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20130318
20130326
Search Results 0 to 5 of about 6 (some duplicates have been removed)
my generation. from that decided to go make a film about the election in 2008 and went around the country interviewing members of congress about why they thought people weren't voting in trying to get them to vote and start an organization called generation 19 which took us around the country and registered new voters in 2000 then we did a similar film in 2012 as well is doing all that i went to in my youth where i graduated. >> host: we both were part of the same program then? >> guest: we both went there and it was a great program and a highly recommended. >> host: it allowed you to craft your own curriculum and you can cross-disciplines and that is the point. what did you do? >> guest: my concentration was the intersection of film technology -- technology with an emphasis on social change. >> host: your dedication page reads in part to my mother and father the greatest boomers i know. let's talk about that generation for a minute because they get some flack for some mistakes that they made and have made. >> guest: i think the boomer generation was an incredibly and is an in
a film about the election in 2008, and went around the country interviewing members of congress about why they thought more young people weren't voting, and trying to get my peers to vote, which led into starting an organization called generation 18, which registered 25,000 new voters in 2008, and then we did a similar film in 2012, and while doing all that i went to nyu, where i graduated. >> host: i understand we both were part of the same program there? >> guest: yes. we both went to gal latin. >> it allows you to craft your own discipline and you can cross-discipline. >> guest: my concentration was the intersection of film, technology and politics, with an emphasis on youth and social change. >> host: so your dedication page read in part, to my mother and father, the greatest boomers i know. let talk about their generation for a minute. the different mistakes they may have made. what's you're overall read on baby-boomers. >> guest: the boomer generation is an incredibly important generation in our nation's history. much of what is going on today in america would not have been possib
. from that they decided should go make a film about the election in 2008 and interviewing members of congress to get my peers to vote which led to starting an organization which took around the film registered voters in 2008 and a similar film and while doing all that i went to nyu where i graduated. >> i understand we were part of the same program. >> guest: yes i highly recommend it. >> host: it allows you to craft your own curriculum and you can cross disciplines. so what did you do? >> guest: my concentration with the intersection of film technology and politics was an emphasis on social change. >> host: so it sounds like your dedication page reads in part to my mother and father the greatest that i know. let's talk about the generation for a minute because they get some flax for mistakes they have made. what is your read on baby boomers. it is and was an incredibly generation in the history. much of what is going on today in america would not have been possible without them. the civil rights movement which they played a leading role in pushing it forward and ending the war in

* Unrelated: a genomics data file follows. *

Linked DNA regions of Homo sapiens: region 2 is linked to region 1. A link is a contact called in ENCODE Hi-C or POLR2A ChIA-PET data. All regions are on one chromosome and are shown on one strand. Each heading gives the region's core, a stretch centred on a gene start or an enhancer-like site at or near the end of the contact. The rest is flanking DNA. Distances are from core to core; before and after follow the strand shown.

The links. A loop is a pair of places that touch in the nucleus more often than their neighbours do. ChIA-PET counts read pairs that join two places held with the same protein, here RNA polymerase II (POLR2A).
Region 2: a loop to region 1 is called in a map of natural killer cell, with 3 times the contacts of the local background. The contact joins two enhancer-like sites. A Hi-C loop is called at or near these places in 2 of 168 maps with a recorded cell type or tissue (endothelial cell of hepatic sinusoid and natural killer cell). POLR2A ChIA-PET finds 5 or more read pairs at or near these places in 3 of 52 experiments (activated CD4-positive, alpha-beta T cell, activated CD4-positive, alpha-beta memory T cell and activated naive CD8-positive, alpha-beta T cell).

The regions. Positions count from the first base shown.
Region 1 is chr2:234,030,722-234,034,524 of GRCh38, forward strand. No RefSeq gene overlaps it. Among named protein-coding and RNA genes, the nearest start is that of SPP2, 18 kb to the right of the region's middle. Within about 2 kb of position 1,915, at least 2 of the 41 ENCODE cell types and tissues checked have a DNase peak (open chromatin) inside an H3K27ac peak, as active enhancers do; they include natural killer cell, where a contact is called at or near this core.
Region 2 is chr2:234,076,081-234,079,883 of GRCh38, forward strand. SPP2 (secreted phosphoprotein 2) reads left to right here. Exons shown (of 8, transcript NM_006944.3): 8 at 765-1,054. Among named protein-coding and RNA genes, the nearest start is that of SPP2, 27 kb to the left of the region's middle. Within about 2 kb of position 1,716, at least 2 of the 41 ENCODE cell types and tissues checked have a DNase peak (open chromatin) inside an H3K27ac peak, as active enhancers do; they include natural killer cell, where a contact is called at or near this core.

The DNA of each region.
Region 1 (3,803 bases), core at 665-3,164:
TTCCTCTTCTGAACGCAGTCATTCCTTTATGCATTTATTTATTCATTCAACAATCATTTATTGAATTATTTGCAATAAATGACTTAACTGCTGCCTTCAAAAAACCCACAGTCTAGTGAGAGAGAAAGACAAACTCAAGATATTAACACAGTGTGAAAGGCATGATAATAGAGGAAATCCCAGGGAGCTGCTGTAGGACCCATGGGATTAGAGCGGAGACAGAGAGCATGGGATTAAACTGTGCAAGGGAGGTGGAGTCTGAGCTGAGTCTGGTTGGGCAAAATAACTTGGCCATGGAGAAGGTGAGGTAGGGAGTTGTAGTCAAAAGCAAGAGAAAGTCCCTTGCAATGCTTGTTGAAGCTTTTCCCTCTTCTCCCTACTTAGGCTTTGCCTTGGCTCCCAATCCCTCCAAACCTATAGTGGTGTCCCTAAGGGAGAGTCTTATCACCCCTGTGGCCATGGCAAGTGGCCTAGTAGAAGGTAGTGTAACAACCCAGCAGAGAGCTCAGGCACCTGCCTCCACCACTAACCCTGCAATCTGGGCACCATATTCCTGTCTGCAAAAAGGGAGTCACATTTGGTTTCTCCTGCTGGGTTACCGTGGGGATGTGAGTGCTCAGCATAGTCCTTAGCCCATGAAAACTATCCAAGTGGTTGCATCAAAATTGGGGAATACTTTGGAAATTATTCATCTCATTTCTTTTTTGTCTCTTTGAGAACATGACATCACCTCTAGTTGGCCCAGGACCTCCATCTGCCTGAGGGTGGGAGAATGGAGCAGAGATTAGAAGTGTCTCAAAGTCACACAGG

netanyahu has just been re-elected. so there were a series of miscalculations. but i think that what i would like to remind people of is that there is a tendency in the arab world, and possibly around the world to always say, america is just wrong it's america's fault. america didn't deliver. i think to some extent there is absolutely truth to that. but i think that it's also important for people in the region, for people like me, for people in the arab world, to come to grips with their own responsibility about what they can do. obviously it's very difficult for the palestinians to feel like they have the upper hand because they're certainly in a very difficult position, and they're not the strongest party at the negotiating tableful but it doesn't help the issues to just blame everything on the united states, and that is something that is ingrained a lot of people's thinking. >> host: what fascinated me, it's just a jumping off point, this private disagreement between the president and hillary clinton on how to approach the conflict. to ask you, were there lots of disagreements you could t
on the global stage. president obama knew when he was elected that he wasn't going to be able to travel around the world and make america's case on a daily basis because he was going to be busy at home with the economy. so there was a very clear reason why he -- one of the many reasons why he chose her as secretary of state, because he knew she could do that for him on a daily basis in all around the world. and that's why i think that she would bring to him an accurate reading of where things stood, what she could deliver to him in terms of moving forward, in terms of agreement, in terms of where the players were when it comes to libya, for example. deliver to him, you know, what was needed for him to make the decision. she lost some battles, but she certainly influenced a lot of decisions. libya being one of them and asia, definitely. >> host: uh-huh, and we'll get to libya next, actually, i find that a -- it was a or very interesting scenario in what happened there. but just one last question on the israeli/palestinian conflict. i was covering aipac in 2010 when hillary clinton spoke at the
Search Results 0 to 5 of about 6 (some duplicates have been removed)